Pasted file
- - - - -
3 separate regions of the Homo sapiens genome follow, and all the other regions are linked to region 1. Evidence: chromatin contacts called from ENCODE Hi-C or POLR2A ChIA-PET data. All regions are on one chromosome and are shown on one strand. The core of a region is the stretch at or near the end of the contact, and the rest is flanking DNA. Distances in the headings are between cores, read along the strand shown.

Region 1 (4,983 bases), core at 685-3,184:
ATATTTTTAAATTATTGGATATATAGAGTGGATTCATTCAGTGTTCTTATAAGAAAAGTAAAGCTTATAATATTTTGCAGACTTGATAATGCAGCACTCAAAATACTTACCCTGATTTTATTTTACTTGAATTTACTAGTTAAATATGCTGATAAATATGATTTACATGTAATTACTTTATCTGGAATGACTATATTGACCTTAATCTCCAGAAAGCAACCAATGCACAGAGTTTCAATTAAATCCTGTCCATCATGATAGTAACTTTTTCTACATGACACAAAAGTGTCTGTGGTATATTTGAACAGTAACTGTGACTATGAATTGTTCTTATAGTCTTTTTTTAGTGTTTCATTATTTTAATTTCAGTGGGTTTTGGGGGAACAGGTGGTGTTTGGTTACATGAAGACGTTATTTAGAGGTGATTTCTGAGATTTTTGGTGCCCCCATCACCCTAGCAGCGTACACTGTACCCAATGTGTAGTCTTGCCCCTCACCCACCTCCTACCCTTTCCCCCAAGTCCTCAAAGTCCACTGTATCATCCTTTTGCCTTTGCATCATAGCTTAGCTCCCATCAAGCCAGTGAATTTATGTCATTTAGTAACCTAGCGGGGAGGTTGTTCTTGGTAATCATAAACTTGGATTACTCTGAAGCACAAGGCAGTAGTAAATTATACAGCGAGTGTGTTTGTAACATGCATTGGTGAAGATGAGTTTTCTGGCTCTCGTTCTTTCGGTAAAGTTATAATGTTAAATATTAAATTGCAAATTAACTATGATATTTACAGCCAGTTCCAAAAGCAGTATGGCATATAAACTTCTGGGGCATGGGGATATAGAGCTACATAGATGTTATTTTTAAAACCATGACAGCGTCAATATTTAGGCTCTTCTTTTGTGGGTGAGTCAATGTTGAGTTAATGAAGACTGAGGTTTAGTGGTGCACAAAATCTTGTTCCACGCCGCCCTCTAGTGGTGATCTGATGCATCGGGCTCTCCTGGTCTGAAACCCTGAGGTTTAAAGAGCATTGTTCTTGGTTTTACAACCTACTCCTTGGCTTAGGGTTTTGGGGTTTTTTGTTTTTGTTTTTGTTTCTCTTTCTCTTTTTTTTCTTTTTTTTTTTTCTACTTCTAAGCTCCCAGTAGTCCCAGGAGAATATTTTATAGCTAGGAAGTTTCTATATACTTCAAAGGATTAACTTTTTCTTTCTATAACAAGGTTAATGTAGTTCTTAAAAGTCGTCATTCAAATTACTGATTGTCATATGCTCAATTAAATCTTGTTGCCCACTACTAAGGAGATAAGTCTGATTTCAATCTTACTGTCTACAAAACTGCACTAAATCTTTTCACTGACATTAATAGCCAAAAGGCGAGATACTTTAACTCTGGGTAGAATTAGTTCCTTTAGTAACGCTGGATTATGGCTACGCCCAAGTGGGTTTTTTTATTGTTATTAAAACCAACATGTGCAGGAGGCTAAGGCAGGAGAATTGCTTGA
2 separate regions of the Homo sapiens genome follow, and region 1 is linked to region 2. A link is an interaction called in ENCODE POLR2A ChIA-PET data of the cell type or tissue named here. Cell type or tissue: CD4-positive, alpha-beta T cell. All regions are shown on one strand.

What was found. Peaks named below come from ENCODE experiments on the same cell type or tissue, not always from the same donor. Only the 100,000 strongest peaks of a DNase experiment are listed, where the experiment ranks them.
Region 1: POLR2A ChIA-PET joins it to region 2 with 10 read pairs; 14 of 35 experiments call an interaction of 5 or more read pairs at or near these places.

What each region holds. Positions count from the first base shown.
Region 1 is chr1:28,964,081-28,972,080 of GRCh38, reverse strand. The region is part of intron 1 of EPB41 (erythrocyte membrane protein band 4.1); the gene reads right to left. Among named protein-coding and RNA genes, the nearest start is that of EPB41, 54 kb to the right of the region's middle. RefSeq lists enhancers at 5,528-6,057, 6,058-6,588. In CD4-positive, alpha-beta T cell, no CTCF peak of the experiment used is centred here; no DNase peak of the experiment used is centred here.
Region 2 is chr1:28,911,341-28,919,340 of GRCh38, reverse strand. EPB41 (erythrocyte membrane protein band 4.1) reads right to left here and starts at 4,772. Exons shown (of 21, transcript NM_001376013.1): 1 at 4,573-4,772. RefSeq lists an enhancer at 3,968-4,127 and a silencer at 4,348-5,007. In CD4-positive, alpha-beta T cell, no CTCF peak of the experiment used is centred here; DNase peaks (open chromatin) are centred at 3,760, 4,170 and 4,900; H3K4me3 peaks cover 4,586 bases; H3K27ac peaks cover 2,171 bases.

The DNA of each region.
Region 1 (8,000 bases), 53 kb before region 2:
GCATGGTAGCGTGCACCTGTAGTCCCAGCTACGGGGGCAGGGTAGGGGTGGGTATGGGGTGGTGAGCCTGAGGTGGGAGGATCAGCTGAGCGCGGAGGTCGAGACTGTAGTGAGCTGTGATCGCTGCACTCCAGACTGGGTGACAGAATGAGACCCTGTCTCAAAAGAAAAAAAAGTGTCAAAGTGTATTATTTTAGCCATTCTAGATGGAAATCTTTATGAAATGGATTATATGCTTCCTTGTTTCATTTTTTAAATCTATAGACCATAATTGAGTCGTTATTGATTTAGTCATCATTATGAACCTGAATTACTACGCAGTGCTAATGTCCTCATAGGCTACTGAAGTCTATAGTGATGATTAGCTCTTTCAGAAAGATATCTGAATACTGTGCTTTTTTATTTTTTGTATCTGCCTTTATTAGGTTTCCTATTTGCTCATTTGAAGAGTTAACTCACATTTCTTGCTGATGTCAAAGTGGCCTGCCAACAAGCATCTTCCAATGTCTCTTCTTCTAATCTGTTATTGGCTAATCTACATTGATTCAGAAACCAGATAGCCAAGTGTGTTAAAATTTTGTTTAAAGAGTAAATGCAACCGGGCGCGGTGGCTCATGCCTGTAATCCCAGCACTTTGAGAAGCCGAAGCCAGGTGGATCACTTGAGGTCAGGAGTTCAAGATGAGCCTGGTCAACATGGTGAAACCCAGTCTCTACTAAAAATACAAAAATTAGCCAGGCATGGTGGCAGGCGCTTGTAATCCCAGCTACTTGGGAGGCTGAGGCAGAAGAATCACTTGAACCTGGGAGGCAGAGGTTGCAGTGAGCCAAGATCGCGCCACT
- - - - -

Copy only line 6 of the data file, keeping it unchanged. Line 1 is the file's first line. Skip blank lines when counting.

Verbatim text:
Region 1: POLR2A ChIA-PET joins it to region 2 with 10 read pairs; 14 of 35 experiments call an interaction of 5 or more read pairs at or near these places.